Are You Finding the Best People? They are usually employed - and seldom looking
By Paul Feeney, President, Sanford Rose Associates
The Wall Street Journal recently confirmed what many long have suspected - namely, that "Online job boards have lost their cachet." (July 12, 2005) Why?
According to the Journal, they are yielding "landslides of r'esum'es" that mostly come from unqualified candidates.
"The trick - something that executive-search firms and headhunters have known for decades - is that the perfect candidate is usually working happily at a desk somewhere."
The Journal is exactly right.
There are two types of job candidates, in the parlance of professional recruiters. The first is the so-called "active" candidate, who is either seeking new employment or at least wanting to test the waters. Active candidates may or may not be employed. The "passive" candidate, by contrast, is certainly employed and too engaged in his or her work to be actively looking.
While there is nothing wrong with the active candidate (and we would disagree completely with those recruiters who regard them as "damaged goods"), it is a poor recruitment strategy to limit one's search to the active candidate pool. And that, unfortunately, is the great limitation of job boards and corporate websites, whose portals are open 24/7. They are directed primarily at those individuals who need or want to find a new job. Moreover, those in need of new employment tend to be less discriminating in responding to opportunities, meaning that there will be many responses from those who are under or over-qualified. To make matters worse, the more popular your company is as a place to work, the more useless r'esum'es it is likely to receive.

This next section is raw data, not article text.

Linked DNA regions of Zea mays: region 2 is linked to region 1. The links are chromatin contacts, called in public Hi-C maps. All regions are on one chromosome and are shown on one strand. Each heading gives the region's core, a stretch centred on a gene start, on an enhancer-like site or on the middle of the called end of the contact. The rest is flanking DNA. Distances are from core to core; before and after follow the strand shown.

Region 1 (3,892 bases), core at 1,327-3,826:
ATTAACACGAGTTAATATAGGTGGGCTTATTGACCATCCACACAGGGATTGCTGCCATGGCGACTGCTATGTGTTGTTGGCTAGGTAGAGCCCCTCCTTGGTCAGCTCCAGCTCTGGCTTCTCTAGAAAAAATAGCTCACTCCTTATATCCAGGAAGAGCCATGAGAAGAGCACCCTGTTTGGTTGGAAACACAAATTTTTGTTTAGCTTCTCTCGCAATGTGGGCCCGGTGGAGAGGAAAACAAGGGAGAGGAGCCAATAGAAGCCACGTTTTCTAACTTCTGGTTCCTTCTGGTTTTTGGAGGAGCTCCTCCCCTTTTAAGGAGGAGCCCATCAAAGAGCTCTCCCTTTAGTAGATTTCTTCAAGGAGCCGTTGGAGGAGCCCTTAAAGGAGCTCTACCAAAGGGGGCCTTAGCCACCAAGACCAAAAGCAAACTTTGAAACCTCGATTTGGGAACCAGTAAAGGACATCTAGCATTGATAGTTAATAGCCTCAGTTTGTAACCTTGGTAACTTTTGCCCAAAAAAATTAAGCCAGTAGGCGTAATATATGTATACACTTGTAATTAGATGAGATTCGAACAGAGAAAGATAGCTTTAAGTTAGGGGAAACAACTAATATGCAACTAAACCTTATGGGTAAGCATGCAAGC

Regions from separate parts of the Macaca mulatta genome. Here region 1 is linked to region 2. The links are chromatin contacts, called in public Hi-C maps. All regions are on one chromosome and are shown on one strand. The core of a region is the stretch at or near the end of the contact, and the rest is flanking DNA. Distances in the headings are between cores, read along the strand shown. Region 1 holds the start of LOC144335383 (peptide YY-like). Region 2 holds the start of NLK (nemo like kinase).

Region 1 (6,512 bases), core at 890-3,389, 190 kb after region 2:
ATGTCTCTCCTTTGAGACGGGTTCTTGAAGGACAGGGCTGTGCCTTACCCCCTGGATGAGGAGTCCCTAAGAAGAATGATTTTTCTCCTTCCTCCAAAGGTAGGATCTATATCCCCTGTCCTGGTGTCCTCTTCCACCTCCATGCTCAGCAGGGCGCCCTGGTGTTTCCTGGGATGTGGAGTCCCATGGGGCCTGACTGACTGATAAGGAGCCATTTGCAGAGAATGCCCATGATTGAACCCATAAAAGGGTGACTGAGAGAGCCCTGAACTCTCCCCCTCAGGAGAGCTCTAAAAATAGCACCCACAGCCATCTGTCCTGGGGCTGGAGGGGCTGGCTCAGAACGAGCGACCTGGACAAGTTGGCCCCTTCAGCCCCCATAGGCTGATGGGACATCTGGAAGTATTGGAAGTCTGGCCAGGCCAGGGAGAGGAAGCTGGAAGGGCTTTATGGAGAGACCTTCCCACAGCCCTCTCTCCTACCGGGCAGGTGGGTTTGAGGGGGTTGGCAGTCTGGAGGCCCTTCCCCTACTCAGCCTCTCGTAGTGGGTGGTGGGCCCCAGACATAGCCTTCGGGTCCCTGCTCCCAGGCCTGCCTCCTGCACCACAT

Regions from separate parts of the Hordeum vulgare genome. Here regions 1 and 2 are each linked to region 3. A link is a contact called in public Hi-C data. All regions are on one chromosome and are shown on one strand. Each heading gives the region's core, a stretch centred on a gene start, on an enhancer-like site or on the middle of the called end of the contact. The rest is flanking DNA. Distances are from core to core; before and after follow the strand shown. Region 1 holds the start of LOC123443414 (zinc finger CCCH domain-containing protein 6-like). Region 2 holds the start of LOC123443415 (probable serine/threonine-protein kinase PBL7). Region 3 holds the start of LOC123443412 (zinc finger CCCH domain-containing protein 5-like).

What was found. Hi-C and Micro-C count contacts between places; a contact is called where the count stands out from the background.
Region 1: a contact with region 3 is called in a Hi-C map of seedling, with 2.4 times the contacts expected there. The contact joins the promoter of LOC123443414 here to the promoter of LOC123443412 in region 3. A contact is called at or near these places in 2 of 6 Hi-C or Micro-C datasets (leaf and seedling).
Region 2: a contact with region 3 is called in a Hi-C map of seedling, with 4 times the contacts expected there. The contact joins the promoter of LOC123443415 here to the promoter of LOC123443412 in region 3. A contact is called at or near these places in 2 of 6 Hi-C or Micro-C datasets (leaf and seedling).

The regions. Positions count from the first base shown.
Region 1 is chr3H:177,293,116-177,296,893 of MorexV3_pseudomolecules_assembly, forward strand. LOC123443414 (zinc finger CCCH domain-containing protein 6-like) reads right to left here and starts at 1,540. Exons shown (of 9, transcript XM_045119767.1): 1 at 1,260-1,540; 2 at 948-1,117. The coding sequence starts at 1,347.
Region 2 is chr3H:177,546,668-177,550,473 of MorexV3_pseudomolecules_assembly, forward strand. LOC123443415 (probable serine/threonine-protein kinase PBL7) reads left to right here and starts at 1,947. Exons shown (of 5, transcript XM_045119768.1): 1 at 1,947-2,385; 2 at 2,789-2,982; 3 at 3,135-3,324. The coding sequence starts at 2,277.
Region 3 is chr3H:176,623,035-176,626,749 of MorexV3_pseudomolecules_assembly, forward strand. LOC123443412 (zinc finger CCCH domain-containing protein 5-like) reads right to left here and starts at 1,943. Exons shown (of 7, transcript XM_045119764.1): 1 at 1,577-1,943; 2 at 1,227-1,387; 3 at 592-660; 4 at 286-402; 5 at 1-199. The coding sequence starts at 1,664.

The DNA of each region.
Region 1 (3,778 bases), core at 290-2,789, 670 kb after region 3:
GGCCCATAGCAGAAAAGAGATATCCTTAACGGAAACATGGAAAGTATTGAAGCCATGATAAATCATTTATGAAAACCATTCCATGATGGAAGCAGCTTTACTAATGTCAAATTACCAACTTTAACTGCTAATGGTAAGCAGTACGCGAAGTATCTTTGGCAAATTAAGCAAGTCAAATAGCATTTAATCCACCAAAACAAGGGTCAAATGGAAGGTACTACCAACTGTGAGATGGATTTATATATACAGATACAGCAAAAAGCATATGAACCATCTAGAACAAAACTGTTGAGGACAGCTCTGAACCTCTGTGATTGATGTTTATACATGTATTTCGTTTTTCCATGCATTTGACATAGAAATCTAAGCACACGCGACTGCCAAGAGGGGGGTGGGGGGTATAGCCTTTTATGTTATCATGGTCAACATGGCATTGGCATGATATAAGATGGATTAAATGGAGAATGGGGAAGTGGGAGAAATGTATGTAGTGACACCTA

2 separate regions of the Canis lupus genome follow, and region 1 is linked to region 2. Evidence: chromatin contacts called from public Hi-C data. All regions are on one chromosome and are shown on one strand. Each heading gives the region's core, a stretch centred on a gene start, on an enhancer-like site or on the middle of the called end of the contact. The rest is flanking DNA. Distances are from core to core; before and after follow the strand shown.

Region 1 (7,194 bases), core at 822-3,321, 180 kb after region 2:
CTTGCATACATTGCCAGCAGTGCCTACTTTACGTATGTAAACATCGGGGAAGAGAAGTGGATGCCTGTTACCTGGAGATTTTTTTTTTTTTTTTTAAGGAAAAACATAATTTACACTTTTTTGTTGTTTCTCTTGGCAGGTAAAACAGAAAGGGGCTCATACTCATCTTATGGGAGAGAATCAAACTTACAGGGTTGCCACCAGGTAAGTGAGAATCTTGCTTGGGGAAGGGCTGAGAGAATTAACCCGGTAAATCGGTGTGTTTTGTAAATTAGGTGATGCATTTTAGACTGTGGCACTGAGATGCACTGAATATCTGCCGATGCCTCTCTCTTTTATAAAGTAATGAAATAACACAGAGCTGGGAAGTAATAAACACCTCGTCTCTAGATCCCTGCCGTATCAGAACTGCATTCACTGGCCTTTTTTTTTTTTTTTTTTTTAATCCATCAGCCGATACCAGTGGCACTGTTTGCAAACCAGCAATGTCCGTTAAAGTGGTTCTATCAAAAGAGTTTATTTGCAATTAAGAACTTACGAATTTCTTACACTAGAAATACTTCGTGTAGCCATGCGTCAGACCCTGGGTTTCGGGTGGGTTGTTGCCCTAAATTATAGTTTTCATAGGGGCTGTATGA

Applicant-tracking systems and HRIS software were supposed to help out by providing various filters to help separate the wheat from the chaff - but they cannot increase the supply of wheat.
Statistically, only five percent of the American workforce is unemployed. (That figure is higher or lower elsewhere.) Let's be generous and assume that an additional thirty percent is unhappy enough to really want a new job - due to oppressive work conditions, tyrannical bosses, missed promotions or whatnot. Accordingly, recruiting strategies aimed at such individuals will miss more than half of all potential candidates.
Seeking all 'A' players...
It's a fact of life that employers with an ounce of common sense go to extraordinary lengths to keep their 'A' players - those superstars who constitute the top ten or twenty percent of their workforces. The future of the company or institution rests on their shoulders, and retention strategies are designed with them in mind. Unless the victim of a power struggle or other unfortunate circumstance, they stand as the most happy of the happily employed - enjoying the greatest wealth, perks, position titles and responsibilities at their particular level within the corporation. They are precisely the people that rival employers should be attempting to hire.
Application-driven hiring systems not only fail to attract such superstars - but would be hard-pressed to evaluate them if they did. Gifted managers and exceptional individual contributors possess unique personal attributes (or "soft skills") that cannot be identified by key words on r'esum'es or evaluated by aptitude tests and standardized personality assessments. They may, for example, have an uncommon ability to motivate employees to contribute 110 percent, or they may possess the kind of creative thought process that sees solutions others can't. How does one glean that information from a r'esum'e?